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Ayatollah Burujirdi Seminary (Qom)

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This article is about Ayatollah Burujirdi Seminary in Qom. For other Seminaries named Ayatollah Burujirdi, see Ayatollah Burujirdi Seminary (disambiguation).
Ayatollah Burujirdi Seminary in Qom

Ayatollah Burujirdi Seminary (Persian: مدرسه علمیه آیت‌الله بُروجردی, founded in 1123/1711), known as Khān Seminary (Persian: مدرسه خان) is an old seminary school in Qom, located on the eastern side of the Shrine of Fatima al-Ma'suma (a), adjacent to a market known as Gozar Khan. The school was built in the Safavid period, and since it was reconstructed at the command of Ayatollah Burujirdi, it came to be known after him.

History

The school was founded in 1123 in the Safavid period by a person called Mahdi Quli Khan.[1] Located near the Shrine of Fatima al-Ma'suma (a), the school originally contained four chambers in one floor, which was ruined as time went by.

Reconstruction and Library

Interior View

During the marja'iyya of Ayatollah Burujirdi, the school was reconstructed in three floors and numerous chambers. The construction began in Rajab 1378/January 1959 and ended in Shawwal 1379/April 1960.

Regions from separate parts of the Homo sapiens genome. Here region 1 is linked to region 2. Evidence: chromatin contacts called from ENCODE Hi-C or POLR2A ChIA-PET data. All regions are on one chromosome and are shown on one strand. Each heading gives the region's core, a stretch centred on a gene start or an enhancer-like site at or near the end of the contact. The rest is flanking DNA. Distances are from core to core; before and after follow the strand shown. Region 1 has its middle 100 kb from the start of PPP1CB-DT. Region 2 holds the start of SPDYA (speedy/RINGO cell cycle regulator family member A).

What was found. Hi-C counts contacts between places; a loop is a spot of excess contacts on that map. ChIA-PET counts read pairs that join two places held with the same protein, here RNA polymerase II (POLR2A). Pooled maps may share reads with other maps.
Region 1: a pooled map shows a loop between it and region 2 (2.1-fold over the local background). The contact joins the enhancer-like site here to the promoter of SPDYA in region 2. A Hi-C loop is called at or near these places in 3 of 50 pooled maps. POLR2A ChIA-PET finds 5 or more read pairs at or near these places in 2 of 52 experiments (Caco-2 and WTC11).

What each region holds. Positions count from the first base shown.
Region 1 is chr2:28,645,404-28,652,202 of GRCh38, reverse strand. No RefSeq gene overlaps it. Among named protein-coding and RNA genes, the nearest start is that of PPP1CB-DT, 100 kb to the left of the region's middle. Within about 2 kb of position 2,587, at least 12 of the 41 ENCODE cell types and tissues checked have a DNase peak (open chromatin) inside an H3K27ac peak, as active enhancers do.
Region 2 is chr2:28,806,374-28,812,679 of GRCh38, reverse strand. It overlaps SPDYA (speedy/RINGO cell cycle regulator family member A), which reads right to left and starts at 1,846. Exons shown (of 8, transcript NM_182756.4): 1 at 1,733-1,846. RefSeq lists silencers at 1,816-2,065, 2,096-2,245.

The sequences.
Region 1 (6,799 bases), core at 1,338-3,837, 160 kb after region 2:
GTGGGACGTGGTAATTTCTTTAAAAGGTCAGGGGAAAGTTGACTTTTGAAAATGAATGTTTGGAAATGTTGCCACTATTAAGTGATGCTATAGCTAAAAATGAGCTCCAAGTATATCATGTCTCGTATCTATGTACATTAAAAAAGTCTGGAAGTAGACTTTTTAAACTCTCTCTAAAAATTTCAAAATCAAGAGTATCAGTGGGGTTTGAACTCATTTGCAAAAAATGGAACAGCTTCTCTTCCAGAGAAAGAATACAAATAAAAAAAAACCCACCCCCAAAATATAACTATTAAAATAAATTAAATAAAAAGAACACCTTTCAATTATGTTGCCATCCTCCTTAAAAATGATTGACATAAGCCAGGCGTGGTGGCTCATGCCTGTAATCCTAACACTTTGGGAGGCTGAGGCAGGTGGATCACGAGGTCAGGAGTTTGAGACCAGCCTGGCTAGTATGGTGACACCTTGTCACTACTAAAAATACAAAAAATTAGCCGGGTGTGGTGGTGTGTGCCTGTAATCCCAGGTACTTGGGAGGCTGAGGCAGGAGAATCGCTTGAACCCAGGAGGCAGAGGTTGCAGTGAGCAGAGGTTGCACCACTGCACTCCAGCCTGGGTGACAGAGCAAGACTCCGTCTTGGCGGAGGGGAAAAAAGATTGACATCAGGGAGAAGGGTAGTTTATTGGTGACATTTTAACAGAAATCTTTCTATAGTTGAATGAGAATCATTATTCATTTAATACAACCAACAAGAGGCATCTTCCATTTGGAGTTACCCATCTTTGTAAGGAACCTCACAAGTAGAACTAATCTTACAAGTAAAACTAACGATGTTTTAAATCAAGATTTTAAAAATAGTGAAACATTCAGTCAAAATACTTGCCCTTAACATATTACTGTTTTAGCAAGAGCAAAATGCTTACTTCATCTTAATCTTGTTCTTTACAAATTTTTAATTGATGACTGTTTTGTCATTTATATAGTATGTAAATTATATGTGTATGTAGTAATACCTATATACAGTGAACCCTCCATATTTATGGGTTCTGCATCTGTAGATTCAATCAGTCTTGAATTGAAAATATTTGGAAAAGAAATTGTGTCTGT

At the command of Ayatollah Burujirdi, an independent library was built for students of the school as well as other schools. During his lifetime, many books were purchased for the library.

Supervision

During the lifetime of Ayatollah Burujirdi, affairs of the school were administered by Mujtaba 'Iraqi. After Ayatollah Burujirdi’s death, it was supervised by his son, Sayyid Muhammad Hasan Tabataba'i, and then his son, Sayyid Muhammad Sadiq Tabataba'i. And after his death, the school was supervised by Ayatollah 'Alawi Tabataba'i Burujirdi, the son of Ayatollah Burujirdi’s daughter.

Uses

The school is endowed to seminary students, and until 1385, it mostly served as a dormitory. When Ayatollah 'Alawi Tabataba'i Burujirdi overtook its supervision, he changed it to an educational center. At his command, changes were made in the structure of the school, such as a ceiling for the school’s yard, transformation of the school’s chambers into classrooms. The complex has thirty four classrooms now, and is a place for seminary lectures and discussions. Jurisprudence, principles of jurisprudence, Quranic exegesis, philosophy, and theology are taught at the school.

Notes

  1. Mahdi Quli Khan was the son of 'Ali Quli Khab the son of Qarachqay Khan. He was a supervisor of the Shrine of Fatima al-Ma'suma during the period of Shah Sultan Husayn or Suleiman. He was a poet, man of letter, and a scholar, and his penname was Safa. He is said to have two works: Diwan Safa Qummi (his collection of poems) and Sama' al-asma' which is an Arabic to Persian dictionary. Khan Seminary School was built by him in 1123. His grave is located adjacent to the chamber on the hallway of the school, which was then annexed to the sidewalk after the construction of Eram Street.

See Also

References